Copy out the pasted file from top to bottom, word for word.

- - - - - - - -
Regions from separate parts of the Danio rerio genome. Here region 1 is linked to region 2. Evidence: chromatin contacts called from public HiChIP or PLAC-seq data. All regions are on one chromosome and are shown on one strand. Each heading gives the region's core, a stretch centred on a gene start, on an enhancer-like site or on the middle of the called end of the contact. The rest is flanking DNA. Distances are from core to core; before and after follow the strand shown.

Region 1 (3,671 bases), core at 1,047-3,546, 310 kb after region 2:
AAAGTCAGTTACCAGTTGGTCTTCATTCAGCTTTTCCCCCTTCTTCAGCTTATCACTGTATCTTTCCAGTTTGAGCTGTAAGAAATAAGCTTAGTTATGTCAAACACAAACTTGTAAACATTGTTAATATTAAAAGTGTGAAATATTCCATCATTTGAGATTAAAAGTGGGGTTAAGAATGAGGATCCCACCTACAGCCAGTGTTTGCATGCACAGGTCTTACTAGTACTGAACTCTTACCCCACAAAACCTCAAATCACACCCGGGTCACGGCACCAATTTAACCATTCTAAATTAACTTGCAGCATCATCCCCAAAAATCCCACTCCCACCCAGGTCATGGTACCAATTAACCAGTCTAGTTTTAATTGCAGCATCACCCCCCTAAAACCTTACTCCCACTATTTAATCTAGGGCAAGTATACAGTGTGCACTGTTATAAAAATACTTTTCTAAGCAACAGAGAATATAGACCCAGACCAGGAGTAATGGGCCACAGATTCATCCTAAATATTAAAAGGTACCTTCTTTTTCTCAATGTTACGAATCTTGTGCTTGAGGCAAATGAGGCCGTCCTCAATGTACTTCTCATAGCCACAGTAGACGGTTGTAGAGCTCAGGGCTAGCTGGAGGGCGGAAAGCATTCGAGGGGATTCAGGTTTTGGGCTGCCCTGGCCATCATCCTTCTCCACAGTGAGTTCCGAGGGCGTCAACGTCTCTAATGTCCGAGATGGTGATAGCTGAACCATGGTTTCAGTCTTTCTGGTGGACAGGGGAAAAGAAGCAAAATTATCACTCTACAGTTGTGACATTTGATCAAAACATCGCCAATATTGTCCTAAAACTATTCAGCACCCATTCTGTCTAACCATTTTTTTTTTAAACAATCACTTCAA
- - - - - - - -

Regions from separate parts of the Danio rerio genome. Here region 1 is linked to region 2. Evidence: chromatin contacts called from public HiChIP or PLAC-seq data. All regions are on one chromosome and are shown on one strand. Each heading gives the region's core, a stretch centred on a gene start, on an enhancer-like site or on the middle of the called end of the contact. The rest is flanking DNA. Distances are from core to core; before and after follow the strand shown.

Region 1 (3,671 bases), core at 1,047-3,546, 310 kb after region 2:
AAAGTCAGTTACCAGTTGGTCTTCATTCAGCTTTTCCCCCTTCTTCAGCTTATCACTGTATCTTTCCAGTTTGAGCTGTAAGAAATAAGCTTAGTTATGTCAAACACAAACTTGTAAACATTGTTAATATTAAAAGTGTGAAATATTCCATCATTTGAGATTAAAAGTGGGGTTAAGAATGAGGATCCCACCTACAGCCAGTGTTTGCATGCACAGGTCTTACTAGTACTGAACTCTTACCCCACAAAACCTCAAATCACACCCGGGTCACGGCACCAATTTAACCATTCTAAATTAACTTGCAGCATCATCCCCAAAAATCCCACTCCCACCCAGGTCATGGTACCAATTAACCAGTCTAGTTTTAATTGCAGCATCACCCCCCTAAAACCTTACTCCCACTATTTAATCTAGGGCAAGTATACAGTGTGCACTGTTATAAAAATACTTTTCTAAGCAACAGAGAATATAGACCCAGACCAGGAGTAATGGGCCACAGATTCATCCTAAATATTAAAAGGTACCTTCTTTTTCTCAATGTTACGAATCTTGTGCTTGAGGCAAATGAGGCCGTCCTCAATGTACTTCTCATAGCCACAGTAGACGGTTGTAGAGCTCAGGGCTAGCTGGAGGGCGGAAAGCATTCGAGGGGATTCAGGTTTTGGGCTGCCCTGGCCATCATCCTTCTCCACAGTGAGTTCCGAGGGCGTCAACGTCTCTAATGTCCGAGATGGTGATAGCTGAACCATGGTTTCAGTCTTTCTGGTGGACAGGGGAAAAGAAGCAAAATTATCACTCTACAGTTGTGACATTTGATCAAAACATCGCCAATATTGTCCTAAAACTATTCAGCACCCATTCTGTCTAACCATTTTTTTTTTAAACAATCACTTCAA